‘The Old Man Must Give Up’: Why Mali’s Young Voters Are So Disillusioned

‘The Old Man Must Give Up’: Why Mali’s Young Voters Are So Disillusioned
Malians check voter listings as polling stations come to a close in parliamentary elections, Gao, Mali, Nov. 24, 2013 (AP photo by Jerome Delay).

For months, Mali’s president, Ibrahim Boubakar Keita, has been hounded by a short, harsh refrain: Boua ka bla. In Bambara, the West African country’s most widely spoken language, the words mean, roughly, “The old man must give up.” In the context of Malian politics, they articulate a clear demand that Keita, who is 73, leave office when his term expires this year.

In songs and at rallies, the phrase has been taken up by a host of government critics. The most prominent among them is the activist and radio personality Mohamed Youssouf Bathily, popularly known as “Ras Bath,” who the magazine Jeune Afrique described in a profile last August as a kind of “guide” for Mali’s youth.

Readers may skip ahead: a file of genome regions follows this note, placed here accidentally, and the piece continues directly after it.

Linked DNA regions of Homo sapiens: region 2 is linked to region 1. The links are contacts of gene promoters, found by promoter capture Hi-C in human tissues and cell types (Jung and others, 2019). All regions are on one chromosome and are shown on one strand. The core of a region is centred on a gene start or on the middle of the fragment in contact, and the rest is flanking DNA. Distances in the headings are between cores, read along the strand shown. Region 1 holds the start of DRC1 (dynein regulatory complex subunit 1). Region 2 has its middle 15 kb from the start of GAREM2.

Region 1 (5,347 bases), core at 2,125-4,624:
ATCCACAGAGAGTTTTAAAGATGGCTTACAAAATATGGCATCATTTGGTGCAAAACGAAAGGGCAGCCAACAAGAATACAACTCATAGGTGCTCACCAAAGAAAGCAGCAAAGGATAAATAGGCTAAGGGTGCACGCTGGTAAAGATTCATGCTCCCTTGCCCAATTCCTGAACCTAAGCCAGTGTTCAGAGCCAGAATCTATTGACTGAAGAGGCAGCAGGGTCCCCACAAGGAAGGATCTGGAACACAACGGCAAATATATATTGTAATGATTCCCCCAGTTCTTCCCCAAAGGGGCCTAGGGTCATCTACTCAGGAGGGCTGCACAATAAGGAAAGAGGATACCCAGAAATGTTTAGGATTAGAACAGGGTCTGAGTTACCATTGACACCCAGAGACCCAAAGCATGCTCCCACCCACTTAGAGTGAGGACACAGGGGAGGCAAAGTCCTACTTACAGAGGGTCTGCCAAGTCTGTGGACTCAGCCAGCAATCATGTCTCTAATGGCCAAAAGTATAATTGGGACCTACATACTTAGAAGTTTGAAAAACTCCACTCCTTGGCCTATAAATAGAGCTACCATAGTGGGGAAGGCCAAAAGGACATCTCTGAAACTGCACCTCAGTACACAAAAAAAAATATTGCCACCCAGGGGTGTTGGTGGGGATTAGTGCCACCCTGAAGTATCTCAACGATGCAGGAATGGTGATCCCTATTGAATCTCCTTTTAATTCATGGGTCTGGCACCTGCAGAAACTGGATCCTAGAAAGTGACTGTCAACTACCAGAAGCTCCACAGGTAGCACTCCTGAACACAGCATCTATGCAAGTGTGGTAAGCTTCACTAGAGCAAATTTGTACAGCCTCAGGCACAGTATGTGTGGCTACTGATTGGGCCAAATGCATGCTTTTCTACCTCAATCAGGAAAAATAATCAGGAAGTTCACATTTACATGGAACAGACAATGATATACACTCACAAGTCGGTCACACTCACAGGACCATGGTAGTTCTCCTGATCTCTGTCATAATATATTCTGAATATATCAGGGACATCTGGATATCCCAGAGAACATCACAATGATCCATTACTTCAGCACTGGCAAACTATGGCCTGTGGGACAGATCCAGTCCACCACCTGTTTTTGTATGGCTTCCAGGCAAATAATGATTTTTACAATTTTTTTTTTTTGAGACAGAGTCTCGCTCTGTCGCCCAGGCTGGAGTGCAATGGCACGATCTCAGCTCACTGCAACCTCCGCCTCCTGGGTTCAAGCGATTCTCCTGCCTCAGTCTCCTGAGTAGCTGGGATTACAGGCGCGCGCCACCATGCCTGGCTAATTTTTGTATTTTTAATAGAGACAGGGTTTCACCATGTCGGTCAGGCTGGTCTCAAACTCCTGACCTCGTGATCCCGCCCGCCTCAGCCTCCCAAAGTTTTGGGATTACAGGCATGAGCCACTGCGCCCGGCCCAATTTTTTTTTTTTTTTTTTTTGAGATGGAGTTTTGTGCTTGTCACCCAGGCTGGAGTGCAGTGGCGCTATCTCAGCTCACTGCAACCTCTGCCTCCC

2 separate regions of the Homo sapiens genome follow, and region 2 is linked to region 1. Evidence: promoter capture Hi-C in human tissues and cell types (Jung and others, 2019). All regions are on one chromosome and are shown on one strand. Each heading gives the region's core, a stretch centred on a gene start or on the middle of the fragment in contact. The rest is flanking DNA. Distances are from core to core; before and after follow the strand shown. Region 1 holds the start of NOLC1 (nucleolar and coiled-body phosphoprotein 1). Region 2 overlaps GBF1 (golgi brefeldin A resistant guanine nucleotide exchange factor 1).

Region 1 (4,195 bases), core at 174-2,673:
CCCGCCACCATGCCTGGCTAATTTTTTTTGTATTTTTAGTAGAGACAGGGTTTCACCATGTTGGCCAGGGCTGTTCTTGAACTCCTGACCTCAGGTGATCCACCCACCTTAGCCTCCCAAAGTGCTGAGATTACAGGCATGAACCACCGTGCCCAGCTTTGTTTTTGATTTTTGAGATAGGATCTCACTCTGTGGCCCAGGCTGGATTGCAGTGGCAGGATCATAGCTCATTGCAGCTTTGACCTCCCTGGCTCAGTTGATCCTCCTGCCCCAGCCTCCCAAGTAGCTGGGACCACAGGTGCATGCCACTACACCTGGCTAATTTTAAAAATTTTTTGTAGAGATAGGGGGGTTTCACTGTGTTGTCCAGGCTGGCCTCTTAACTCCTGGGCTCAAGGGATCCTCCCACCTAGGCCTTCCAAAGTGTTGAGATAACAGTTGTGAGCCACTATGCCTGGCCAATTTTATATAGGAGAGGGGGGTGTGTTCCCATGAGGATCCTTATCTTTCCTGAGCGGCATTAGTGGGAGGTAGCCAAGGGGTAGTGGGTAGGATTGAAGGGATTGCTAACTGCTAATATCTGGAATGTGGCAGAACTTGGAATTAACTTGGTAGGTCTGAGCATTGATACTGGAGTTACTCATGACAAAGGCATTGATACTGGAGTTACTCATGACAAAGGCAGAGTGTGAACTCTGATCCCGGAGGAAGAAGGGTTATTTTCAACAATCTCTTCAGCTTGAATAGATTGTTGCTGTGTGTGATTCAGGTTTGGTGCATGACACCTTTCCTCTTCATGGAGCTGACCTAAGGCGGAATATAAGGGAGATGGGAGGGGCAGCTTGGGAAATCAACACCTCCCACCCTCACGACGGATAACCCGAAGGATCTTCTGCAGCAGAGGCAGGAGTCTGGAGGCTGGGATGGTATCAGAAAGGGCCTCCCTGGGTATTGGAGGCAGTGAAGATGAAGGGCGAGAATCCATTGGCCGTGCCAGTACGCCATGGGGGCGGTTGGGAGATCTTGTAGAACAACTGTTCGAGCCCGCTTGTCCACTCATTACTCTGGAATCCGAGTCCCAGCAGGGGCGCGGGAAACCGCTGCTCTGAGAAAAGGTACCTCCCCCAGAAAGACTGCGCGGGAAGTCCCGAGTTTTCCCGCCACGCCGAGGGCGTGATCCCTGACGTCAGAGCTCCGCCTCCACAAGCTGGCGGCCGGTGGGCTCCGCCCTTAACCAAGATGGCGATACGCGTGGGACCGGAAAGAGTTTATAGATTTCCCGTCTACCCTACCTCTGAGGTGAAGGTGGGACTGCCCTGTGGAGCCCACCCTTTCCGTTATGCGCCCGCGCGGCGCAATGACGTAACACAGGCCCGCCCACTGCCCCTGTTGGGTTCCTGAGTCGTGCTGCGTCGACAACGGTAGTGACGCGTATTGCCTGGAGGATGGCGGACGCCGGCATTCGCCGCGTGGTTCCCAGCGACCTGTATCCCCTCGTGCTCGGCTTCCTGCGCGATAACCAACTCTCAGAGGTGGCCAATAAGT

Keita, known to Malians as IBK, finally responded in late April. During a visit to Segou, located roughly 200 kilometers northeast of the capital, Bamako, he told a crowd that the phrase Boua ka bla “makes me laugh,” and dismissed those who embrace it as lazy. “Thank you for letting us do our job,” he said. “I’m not saying Boua ta bla”—the old man will not give up—“but it’s not the moment. Because I’m doing well and can take up the challenge of developing the country.”

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